Eagle Soybeans?

Discussion in 'Deer Hunting' started by split toe, Dec 18, 2012.

  1. split toe

    split toe Well-Known Member

    I have heard good things about these soybeans. I believe the company is from NEA. Anybody have any experiences with them? High maintenance?
  2. SwampCat

    SwampCat Well-Known Member Lifetime Supporter

    I planted five acres of them this year and, because of the drought, really did not do that well. They are not high maintenance as they are roundup ready. Up until about mid august, deer were walking through my eagle seed beans to get to my neighbor's commercial seed variety. After mid august, they started feeding on the eagle seed heavier than my neighbors beans. I did not witness them continuing to put on growth after heavy browsing because it was so hot and dry. I would have preferred them to keep their leaves longer than they did (early Oct), but other than that, I really don't have a complaint. I ordered them direct from eagle seed and had them shipped to davis feed in Ashdown. Broadcast 50 lbs per acre.

  3. 4hunting

    4hunting Well-Known Member

    They have a good product & they do exactly what they advertize they do. Grow & grow and make tons of forage. Once they get going a herd of deer cannot eat them up. Only problem I have seen is getting them to the stage in development where they can. Like planting any other legume in a area where there is a population of deer, they will pick them as fast as they come up.
  4. split toe

    split toe Well-Known Member

    How much do they cost? Also how did you plant them? Drill or broadcast? I would have to opt for broadcasting because I have no drill. While I'm at it, how deep do they need to be planted? I have zero experience with soybeans.

    Thanks guys!
    Last edited: Dec 18, 2012
  5. Trapzilla

    Trapzilla Well-Known Member

    I very limited experience. I've only planted one time, but I used a spring tooth plow,made several passes, and broadcast seed on top of the fresh dit. Got a dab of rain that night and I didnt see them for about 3 or 4 days. When I went back I was thinking I needed to find a way to cover the seed , to my surprise the seed was sprouted and trying to get in the dirt. I couldn't disturb the seed so I left it. It was over a month before I got to go back. I had an awsome stand of beans.:thumb: When the beans bloomed the deer found them and it was all over for my bean patch.:banghead: Where I live there are no agri crops grown. If you have the dirt I recomend you plant some and as much as you can $$$ .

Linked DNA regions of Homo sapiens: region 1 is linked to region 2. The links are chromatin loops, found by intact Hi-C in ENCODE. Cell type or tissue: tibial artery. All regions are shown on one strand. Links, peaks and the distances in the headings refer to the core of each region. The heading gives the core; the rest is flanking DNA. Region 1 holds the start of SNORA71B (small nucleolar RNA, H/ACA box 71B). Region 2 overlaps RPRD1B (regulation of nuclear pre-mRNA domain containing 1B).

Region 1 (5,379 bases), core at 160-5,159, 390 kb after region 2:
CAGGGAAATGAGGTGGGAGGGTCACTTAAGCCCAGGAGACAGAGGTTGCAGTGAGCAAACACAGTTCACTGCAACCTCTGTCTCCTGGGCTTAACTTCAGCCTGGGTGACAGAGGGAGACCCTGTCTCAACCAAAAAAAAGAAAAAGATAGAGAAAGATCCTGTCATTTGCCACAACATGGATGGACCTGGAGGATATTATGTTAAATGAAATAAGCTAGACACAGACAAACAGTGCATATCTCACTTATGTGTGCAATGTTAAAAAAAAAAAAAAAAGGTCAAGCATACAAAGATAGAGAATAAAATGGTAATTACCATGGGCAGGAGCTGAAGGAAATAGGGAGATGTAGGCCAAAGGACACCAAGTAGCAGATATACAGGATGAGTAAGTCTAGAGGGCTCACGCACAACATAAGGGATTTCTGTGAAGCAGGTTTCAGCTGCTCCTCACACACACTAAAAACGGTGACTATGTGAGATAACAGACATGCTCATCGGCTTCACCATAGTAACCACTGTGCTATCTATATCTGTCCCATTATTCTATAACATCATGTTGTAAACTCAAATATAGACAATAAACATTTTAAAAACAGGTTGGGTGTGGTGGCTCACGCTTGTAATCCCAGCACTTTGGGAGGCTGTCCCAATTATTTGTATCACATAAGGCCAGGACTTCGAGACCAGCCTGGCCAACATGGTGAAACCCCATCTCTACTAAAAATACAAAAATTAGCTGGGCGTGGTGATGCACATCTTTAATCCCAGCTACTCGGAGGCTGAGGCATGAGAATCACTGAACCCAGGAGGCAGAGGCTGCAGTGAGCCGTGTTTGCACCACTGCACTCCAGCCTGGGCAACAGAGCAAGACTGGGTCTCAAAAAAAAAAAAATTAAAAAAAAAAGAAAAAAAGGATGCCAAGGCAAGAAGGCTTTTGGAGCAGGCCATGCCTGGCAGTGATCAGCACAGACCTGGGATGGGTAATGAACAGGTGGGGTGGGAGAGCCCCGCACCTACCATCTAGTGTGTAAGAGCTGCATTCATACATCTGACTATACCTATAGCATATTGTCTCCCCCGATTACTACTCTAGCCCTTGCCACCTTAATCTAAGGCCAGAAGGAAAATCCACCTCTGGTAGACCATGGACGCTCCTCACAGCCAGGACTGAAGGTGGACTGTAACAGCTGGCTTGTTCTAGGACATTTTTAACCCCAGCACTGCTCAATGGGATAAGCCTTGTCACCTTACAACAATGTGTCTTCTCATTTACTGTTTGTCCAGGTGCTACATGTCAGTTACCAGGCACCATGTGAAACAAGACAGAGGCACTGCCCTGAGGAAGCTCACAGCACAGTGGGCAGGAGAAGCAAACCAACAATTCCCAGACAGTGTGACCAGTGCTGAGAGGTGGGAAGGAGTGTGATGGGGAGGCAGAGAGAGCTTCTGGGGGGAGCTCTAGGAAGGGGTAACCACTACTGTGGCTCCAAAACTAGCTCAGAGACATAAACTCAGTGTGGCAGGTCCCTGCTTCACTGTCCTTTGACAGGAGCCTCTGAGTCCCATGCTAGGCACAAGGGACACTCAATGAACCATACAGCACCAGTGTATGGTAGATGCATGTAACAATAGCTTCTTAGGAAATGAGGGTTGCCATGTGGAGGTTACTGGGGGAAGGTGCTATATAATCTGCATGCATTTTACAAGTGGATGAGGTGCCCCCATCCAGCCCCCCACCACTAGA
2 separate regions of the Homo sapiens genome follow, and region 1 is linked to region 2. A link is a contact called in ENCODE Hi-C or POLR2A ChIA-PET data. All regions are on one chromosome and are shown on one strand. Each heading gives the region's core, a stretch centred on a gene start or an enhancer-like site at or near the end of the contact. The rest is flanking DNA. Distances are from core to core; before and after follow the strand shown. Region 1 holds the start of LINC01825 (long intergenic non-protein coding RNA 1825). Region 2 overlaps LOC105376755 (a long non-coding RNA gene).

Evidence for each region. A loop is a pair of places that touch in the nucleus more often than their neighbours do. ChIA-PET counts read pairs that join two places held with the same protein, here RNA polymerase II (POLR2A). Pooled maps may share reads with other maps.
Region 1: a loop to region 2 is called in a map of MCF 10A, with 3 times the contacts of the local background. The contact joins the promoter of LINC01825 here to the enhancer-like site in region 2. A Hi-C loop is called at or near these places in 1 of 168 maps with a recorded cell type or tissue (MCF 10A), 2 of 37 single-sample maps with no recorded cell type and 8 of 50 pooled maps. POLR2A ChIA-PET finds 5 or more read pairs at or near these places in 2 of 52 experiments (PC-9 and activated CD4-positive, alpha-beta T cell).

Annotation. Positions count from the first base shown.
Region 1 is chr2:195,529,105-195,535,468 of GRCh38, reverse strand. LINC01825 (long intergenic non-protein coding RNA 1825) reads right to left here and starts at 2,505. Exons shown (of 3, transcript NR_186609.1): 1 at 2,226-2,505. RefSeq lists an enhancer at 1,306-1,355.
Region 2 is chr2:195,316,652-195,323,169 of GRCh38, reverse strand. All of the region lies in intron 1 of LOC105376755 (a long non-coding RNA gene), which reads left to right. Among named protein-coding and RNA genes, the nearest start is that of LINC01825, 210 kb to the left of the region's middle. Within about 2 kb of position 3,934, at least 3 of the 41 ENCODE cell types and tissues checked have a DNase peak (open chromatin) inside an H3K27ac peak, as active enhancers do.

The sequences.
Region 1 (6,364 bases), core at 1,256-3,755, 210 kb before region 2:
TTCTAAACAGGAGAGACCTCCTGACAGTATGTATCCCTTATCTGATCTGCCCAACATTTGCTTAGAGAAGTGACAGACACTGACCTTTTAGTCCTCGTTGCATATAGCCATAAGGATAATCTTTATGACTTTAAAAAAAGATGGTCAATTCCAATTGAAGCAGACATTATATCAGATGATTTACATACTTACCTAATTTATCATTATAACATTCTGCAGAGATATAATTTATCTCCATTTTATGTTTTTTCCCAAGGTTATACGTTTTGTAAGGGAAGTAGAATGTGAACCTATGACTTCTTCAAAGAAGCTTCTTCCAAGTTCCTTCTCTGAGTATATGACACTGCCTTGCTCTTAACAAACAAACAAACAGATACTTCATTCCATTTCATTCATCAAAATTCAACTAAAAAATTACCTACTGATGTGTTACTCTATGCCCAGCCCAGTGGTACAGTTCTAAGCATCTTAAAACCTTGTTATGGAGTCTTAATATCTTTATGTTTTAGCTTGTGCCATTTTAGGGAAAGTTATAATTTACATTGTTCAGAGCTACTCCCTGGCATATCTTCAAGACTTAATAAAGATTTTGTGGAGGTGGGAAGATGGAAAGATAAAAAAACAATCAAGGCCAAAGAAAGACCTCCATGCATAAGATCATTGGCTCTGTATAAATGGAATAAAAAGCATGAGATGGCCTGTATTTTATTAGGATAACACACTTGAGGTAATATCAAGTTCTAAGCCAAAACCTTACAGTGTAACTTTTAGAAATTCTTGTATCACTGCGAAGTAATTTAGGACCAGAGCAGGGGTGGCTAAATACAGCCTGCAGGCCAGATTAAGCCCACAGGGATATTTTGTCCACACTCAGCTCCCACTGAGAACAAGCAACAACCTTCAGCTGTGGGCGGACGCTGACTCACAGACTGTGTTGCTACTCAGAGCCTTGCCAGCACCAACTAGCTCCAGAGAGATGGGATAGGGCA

6. SwampCat

    SwampCat Well-Known Member Lifetime Supporter

    I believe I paid around $70 per bag last year. It was another $10 or $15 per bag to get them shipped. Broadcast rate is about 75 lbs per acre. I tilled my seed bed, broadcast the beans, then ran a drag over them. My drag is an 8 ft pc of hog panel with two tires wired on top. It has enough flex to bend over the humps and valleys. Try to get them in early - mid April. You should still get enough rain to get them up and going, and usually, this time of year - everthing is green and growing, so the deer are not as prone to get all over them like they will mid summer when everything is dying and drying up. If you plant in mid April, by early July, the beans will already be good size and should be able to withstand a fair bit of grazing. I wait til the beans get about 6 to 8 inches tall before spraying roundup. If they are mush smaller than that - I have seen roundup yellow them. They will come out of it but it does knock them back. You might have to spray them again mid summer if we keep getting rain.
  7. jdoyle

    jdoyle Well-Known Member

    I have planted them for 3 years now with great success. Bean pic.jpg

    We spray round up, wait about 3 weeks, disc, spread beans with a spreader and lightly disc over the top of them (ideally right before a good rain). Wait until the beans are about 10-12 inches high and hit them with another shot of round up & you should be good to go. We have 12 acres of them and the deer are really hitting them now.